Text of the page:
“For their efforts to end the use of sexual violence as a weapon of war and armed conflict”.
"He beat me, a soldier, look. I cannot pay to see a doctor.", a woman wearing a blue dress printed with red square-shaped patterns pointed towards her arm, where there was a yellow baseball-sized wound. I was in Kampala, the capital of Uganda, and was talking with a group of refugees, the majority who were from the Democratic Republic of the Congo (DRC) and South Sudan. Over the months of talking with different women, I did not hear a single story that did not involve being subjected to gender-based violence. This violence implies the use of sexual violence to enforce gender roles and/or to establish power, and in combat zones, it can be used as a tactic to decrease resistance. This can happen by demoralizing victims, by means of torture and humiliation (Keller, Weyermann, & Zimmermann). This happens world-wide, and is prominent in war zones that are taking place in the DRC and Iraq. 2018's winners of the Nobel Peace Prize exemplify the efforts that come forth out of a sense of survival and duty.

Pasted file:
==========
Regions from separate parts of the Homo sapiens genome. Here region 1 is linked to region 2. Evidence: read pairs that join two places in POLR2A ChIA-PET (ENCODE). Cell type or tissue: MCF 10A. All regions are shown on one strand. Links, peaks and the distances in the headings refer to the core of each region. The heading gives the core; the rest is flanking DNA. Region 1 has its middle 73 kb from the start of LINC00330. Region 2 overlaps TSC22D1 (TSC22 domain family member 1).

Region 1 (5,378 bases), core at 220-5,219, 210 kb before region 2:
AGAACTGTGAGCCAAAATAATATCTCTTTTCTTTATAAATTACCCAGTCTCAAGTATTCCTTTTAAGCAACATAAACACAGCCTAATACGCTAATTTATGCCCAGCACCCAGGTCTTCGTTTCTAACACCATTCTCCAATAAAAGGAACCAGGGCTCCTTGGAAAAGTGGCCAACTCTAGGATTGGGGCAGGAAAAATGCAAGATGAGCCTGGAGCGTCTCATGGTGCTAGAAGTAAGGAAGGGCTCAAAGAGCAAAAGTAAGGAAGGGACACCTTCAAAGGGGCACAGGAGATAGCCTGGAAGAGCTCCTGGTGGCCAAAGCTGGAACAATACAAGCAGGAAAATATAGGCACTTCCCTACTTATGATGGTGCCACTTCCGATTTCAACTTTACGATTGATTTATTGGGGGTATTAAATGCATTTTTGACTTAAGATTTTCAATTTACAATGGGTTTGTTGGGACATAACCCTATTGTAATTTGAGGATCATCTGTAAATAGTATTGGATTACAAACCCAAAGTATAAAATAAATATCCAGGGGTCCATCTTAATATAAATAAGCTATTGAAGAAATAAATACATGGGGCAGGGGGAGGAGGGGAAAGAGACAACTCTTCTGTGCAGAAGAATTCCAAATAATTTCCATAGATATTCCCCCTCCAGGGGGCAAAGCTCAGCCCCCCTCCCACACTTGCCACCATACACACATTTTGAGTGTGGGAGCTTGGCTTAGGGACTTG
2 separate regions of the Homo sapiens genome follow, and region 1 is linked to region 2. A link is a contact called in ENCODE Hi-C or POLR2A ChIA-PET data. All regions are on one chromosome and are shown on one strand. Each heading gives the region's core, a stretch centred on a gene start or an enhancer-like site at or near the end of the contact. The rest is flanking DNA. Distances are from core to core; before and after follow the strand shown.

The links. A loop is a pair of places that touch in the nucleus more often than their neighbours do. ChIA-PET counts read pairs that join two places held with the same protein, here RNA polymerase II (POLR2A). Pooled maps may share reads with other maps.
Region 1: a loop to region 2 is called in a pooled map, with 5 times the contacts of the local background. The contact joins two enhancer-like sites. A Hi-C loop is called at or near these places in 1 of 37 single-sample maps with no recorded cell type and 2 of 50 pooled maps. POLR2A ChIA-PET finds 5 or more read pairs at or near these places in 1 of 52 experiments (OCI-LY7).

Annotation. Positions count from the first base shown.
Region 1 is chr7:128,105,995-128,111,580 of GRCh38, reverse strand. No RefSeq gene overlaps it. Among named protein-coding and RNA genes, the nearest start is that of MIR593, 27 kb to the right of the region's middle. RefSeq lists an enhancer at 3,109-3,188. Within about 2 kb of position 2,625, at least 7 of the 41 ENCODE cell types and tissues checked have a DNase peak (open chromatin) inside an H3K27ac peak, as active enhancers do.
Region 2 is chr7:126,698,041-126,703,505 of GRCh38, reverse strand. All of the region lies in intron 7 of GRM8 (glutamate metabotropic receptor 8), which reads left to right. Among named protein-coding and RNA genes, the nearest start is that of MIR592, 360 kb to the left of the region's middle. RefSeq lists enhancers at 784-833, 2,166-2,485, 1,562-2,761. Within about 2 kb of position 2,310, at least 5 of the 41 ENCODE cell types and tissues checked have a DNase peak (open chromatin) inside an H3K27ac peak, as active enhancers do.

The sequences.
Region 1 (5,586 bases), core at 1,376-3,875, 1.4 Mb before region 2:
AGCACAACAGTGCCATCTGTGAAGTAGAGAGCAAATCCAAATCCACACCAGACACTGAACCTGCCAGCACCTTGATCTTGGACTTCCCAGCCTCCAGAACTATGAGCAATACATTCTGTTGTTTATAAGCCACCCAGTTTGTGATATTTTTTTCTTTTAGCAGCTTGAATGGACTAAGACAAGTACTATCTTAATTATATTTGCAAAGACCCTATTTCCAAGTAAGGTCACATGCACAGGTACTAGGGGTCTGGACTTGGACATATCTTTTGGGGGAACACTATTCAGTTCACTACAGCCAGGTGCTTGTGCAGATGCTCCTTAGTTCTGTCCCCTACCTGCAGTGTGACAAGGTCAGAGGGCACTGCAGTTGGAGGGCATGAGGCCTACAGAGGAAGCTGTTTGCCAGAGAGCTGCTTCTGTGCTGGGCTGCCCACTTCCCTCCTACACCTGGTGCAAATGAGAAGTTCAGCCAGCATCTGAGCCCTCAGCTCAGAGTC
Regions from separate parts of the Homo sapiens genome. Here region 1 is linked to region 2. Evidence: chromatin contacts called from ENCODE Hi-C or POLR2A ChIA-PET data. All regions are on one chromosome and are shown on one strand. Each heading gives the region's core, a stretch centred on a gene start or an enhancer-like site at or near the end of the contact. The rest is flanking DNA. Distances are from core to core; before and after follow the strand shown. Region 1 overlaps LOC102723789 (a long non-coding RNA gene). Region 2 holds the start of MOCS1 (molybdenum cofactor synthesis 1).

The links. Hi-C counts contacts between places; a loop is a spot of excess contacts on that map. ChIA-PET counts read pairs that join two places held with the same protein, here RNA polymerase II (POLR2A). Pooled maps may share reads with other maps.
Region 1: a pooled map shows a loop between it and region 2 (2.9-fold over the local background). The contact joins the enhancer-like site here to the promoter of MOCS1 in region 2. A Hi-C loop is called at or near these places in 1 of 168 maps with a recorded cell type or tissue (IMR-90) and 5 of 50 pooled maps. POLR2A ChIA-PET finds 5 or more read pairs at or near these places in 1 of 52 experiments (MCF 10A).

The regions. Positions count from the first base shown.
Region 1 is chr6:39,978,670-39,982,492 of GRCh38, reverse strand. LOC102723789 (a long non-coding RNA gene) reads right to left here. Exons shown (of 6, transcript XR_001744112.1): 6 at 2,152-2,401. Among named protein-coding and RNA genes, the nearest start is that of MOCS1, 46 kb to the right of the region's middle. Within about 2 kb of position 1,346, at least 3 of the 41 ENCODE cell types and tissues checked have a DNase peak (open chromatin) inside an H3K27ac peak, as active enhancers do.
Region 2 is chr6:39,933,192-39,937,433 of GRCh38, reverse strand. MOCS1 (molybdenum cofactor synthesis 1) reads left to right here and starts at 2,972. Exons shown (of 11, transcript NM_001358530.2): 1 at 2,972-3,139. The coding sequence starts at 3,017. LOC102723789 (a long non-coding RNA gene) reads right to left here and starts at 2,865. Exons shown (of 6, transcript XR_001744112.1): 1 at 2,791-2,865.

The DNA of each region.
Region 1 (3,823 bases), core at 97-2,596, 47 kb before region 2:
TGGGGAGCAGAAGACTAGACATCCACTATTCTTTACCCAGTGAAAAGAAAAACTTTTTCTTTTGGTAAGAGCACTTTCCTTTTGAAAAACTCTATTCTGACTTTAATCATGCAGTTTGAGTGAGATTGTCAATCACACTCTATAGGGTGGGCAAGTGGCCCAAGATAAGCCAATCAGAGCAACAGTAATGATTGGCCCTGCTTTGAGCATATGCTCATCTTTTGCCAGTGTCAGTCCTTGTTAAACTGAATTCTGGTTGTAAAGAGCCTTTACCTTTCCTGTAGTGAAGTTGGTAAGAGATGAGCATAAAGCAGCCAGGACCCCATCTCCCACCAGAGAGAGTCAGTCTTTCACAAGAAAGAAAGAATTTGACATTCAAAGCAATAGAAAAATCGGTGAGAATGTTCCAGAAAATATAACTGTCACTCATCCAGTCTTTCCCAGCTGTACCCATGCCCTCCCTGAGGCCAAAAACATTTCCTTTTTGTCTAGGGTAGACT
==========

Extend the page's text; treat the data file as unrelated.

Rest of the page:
Dr. Mukwege is a surgeon who has lead a hospital treating thousands of women who are survivors of sexual violence in the DRC. He has spoken out towards the Congolese government and other countries for not doing enough, and remains a symbol to end sexual violence in armed conflict zones, with one of his guiding principles being, “Justice is everyone’s business”.
Nadia Murad is a human trafficking survivor who has courageously spoken about her experiences among an environment where war crimes were being committed. This is an action that is not a social norm among survivors, when the common proposition is to be silent and ashamed. She, among other Yazidi ethnic community in Northern Iraq, was held as a sex slave by the Islamic State before escaping.
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